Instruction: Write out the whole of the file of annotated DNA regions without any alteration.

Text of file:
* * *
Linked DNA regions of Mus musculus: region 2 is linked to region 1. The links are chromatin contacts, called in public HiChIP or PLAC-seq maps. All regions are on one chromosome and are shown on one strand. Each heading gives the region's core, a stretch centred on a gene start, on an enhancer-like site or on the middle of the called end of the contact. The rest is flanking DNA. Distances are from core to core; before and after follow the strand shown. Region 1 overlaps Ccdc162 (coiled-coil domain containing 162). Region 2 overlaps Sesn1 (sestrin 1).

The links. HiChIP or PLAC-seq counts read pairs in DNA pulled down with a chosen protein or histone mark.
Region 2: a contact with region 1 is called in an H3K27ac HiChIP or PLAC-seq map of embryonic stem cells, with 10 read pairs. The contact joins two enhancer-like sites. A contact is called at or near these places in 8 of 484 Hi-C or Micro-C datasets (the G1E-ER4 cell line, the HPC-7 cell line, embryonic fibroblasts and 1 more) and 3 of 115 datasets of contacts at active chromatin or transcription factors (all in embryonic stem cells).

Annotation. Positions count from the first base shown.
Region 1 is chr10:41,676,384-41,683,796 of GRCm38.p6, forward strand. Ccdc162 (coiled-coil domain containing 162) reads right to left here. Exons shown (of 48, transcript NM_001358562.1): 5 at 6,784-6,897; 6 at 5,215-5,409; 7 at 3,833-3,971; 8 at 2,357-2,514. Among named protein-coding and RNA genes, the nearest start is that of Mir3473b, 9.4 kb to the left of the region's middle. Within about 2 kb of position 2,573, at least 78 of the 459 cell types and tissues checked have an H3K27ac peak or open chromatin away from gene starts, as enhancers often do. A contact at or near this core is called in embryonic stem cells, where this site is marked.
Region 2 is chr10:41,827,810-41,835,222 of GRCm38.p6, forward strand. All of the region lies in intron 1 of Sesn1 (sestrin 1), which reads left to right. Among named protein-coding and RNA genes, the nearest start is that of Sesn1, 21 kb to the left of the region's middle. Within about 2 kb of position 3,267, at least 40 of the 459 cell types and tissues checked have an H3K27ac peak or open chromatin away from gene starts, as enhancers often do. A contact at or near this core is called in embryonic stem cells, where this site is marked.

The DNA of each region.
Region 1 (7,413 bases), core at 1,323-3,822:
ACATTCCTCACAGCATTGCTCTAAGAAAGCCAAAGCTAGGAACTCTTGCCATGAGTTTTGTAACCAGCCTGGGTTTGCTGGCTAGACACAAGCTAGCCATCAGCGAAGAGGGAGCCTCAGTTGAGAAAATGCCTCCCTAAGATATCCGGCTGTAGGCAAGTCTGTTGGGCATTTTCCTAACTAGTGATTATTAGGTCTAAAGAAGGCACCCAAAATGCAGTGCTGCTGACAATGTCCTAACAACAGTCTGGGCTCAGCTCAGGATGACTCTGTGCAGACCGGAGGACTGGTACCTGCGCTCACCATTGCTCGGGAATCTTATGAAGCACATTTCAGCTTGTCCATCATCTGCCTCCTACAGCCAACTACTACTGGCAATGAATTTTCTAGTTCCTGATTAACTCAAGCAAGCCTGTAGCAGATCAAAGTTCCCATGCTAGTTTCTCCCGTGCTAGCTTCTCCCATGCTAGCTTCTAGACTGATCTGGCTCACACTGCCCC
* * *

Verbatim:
Linked DNA regions of Mus musculus: region 2 is linked to region 1. The links are chromatin contacts, called in public HiChIP or PLAC-seq maps. All regions are on one chromosome and are shown on one strand. Each heading gives the region's core, a stretch centred on a gene start, on an enhancer-like site or on the middle of the called end of the contact. The rest is flanking DNA. Distances are from core to core; before and after follow the strand shown. Region 1 overlaps Ccdc162 (coiled-coil domain containing 162). Region 2 overlaps Sesn1 (sestrin 1).

The links. HiChIP or PLAC-seq counts read pairs in DNA pulled down with a chosen protein or histone mark.
Region 2: a contact with region 1 is called in an H3K27ac HiChIP or PLAC-seq map of embryonic stem cells, with 10 read pairs. The contact joins two enhancer-like sites. A contact is called at or near these places in 8 of 484 Hi-C or Micro-C datasets (the G1E-ER4 cell line, the HPC-7 cell line, embryonic fibroblasts and 1 more) and 3 of 115 datasets of contacts at active chromatin or transcription factors (all in embryonic stem cells).

Annotation. Positions count from the first base shown.
Region 1 is chr10:41,676,384-41,683,796 of GRCm38.p6, forward strand. Ccdc162 (coiled-coil domain containing 162) reads right to left here. Exons shown (of 48, transcript NM_001358562.1): 5 at 6,784-6,897; 6 at 5,215-5,409; 7 at 3,833-3,971; 8 at 2,357-2,514. Among named protein-coding and RNA genes, the nearest start is that of Mir3473b, 9.4 kb to the left of the region's middle. Within about 2 kb of position 2,573, at least 78 of the 459 cell types and tissues checked have an H3K27ac peak or open chromatin away from gene starts, as enhancers often do. A contact at or near this core is called in embryonic stem cells, where this site is marked.
Region 2 is chr10:41,827,810-41,835,222 of GRCm38.p6, forward strand. All of the region lies in intron 1 of Sesn1 (sestrin 1), which reads left to right. Among named protein-coding and RNA genes, the nearest start is that of Sesn1, 21 kb to the left of the region's middle. Within about 2 kb of position 3,267, at least 40 of the 459 cell types and tissues checked have an H3K27ac peak or open chromatin away from gene starts, as enhancers often do. A contact at or near this core is called in embryonic stem cells, where this site is marked.

The DNA of each region.
Region 1 (7,413 bases), core at 1,323-3,822:
ACATTCCTCACAGCATTGCTCTAAGAAAGCCAAAGCTAGGAACTCTTGCCATGAGTTTTGTAACCAGCCTGGGTTTGCTGGCTAGACACAAGCTAGCCATCAGCGAAGAGGGAGCCTCAGTTGAGAAAATGCCTCCCTAAGATATCCGGCTGTAGGCAAGTCTGTTGGGCATTTTCCTAACTAGTGATTATTAGGTCTAAAGAAGGCACCCAAAATGCAGTGCTGCTGACAATGTCCTAACAACAGTCTGGGCTCAGCTCAGGATGACTCTGTGCAGACCGGAGGACTGGTACCTGCGCTCACCATTGCTCGGGAATCTTATGAAGCACATTTCAGCTTGTCCATCATCTGCCTCCTACAGCCAACTACTACTGGCAATGAATTTTCTAGTTCCTGATTAACTCAAGCAAGCCTGTAGCAGATCAAAGTTCCCATGCTAGTTTCTCCCGTGCTAGCTTCTCCCATGCTAGCTTCTAGACTGATCTGGCTCACACTGCCCC